"And how do they know that the player's shown up? By doing a vis test, that's how (like I said, look at PF_checkclient and PF_newcheckclient, both of which use the PVS). So if you run with the "just draw everything" approach, ignoring vis data, then that vis test will always pass. And then they're no longer just standing around doing nothing."

Sure, but then you come up with a different method. :)

I'm just noodling around the ideas here. I think VIS was great 20 years ago ... not sure there aren't better solutions these days. 
 
"Testing e1m2 with protocol 666, the network traffic difference is a factor of 10."

This only affects people playing across a network and ... well, I guess both of them would have to find a new hobby or something. :P 
 
I guess where my brain is heading is a thinking exercise for engine programmers ... what if VIS didn't exist? Go. 
 
I guess where my brain is heading is a thinking exercise for engine programmers ... what if VIS didn't exist? Go.

Just to be clear are we talking about something that requires no pre-processing step? Also, how much work should the designer have to do? 
 
I don't know. I think anything is fair game ... LDs placing portals or totally automated. It's just interesting to think about. 
 
I always thought Doom 3's system was pretty decent - designer places the portals, and the compile time is measured in seconds. 
Although 
concerning bsp portals, the phrase "good luck with that" comes to mind once you get into the realm of Tronyn-style monstrosities (and I don't mean that word in a negative way). 
 
kinn, doom3's system is fucking horrible. try portaling anything that isn't room-corridor-room and there's no fucking way.



Run the existing vis algorithm as the map is played? In the first few unrendered spawn frames, vis only the leaf the player is in, assume all other portals closed. All the right monsters will still wake up, because portal visibility is a symmetric relationship. Keep up with the player's current position vising one leaf at a time as he runs around, use any spare frames to follow the bsp structure outward to try to keep ahead of him. Cache it all to the same PVS structure. Areas that players or monsters never go will get skipped naturally.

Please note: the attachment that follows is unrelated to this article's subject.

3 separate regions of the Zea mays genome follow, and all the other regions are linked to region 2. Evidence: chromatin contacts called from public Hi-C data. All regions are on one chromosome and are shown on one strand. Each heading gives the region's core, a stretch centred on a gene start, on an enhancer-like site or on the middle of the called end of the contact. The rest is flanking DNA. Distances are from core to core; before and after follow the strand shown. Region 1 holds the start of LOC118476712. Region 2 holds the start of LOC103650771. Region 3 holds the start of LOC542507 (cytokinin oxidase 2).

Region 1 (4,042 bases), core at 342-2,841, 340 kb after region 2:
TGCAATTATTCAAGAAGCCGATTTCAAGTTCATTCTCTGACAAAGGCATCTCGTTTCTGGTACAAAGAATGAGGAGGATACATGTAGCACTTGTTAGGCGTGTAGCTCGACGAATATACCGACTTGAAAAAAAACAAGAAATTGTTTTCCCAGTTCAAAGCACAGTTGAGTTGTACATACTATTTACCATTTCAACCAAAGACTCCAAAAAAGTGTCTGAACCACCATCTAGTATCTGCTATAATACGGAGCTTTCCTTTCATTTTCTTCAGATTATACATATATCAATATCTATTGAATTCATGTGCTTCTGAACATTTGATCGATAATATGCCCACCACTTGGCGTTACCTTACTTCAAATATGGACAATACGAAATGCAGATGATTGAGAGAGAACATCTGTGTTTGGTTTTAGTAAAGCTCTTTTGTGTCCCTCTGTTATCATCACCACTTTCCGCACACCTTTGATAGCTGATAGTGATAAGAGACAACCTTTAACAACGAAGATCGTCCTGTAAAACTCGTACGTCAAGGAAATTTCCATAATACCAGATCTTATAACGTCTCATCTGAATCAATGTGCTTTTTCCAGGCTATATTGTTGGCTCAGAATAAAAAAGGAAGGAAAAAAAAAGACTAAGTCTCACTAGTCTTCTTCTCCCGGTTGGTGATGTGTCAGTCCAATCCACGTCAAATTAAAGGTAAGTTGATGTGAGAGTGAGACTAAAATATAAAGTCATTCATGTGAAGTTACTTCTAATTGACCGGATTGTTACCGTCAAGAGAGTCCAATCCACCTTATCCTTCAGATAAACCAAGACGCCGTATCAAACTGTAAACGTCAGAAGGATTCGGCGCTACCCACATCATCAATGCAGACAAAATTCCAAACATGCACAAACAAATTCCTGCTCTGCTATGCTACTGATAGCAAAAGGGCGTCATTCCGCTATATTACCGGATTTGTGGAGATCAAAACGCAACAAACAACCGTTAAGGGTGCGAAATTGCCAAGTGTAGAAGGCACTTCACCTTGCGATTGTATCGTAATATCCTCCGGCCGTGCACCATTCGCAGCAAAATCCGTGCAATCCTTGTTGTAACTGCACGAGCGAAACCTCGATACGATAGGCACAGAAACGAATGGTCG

Then, if you've still got a poorly build monstrosity of stupidity that would have taken six hours to vis, the framerate will just be bad :P 
 
kinn, doom3's system is fucking horrible. try portaling anything that isn't room-corridor-room and there's no fucking way.

I guess it is. I never tried doing anything fancy (layout-wise) when I was tarting about with D3. 
Lol 
this thread is awesome... it's probably my utter lack of knowledge on this subject that makes my maps such technical problems for vising (and despite the time-sink of trying to finish a degree, I hope to put out a couple more visbreakers yet...). 
I Had An Idea Once... 
...to run vis using hardware occlusion queries at load time, rendering to a lower-res offscreen surface (you'd actually need a cubemap (or 6 renders) because vis is agnostic to orientation), which should have substantially speeded things up, as well as successfully dealing with map layouts that aren't amenable to the standard software vis.

A typical modern GPU that can handle Quake at 1000+ FPS should easily be able to crunch through most maps in seconds. The whole "portal flow" paradigm just doesn't scale, and the simpler option of "build a depth buffer and do a depth test" is more robust in the face of geometric complexity in a way that portals aren't.

The only gotcha lies in the fact that occlusion queries work from a single point, whereas leafs occupy a volume.

Even so, and if this can be overcome, an offline pre-processing tool using this idea should also work, and remove all of the burden of long vis times.

But the real appeal of run-time vis is being able to dynamically move around large sections of the world and still have valid visibility. Load-time or even accelerated pre-processing would lose that. 
 
And since we don't have dynamic sections of the world moving around ... 
Slightly Related 
Since we're talking about dynamic stuff moving around, Quake 2's areaportals system would also be a useful addition to Quake, and would give you a good starting-point for run-time visibility. 
That I Would Like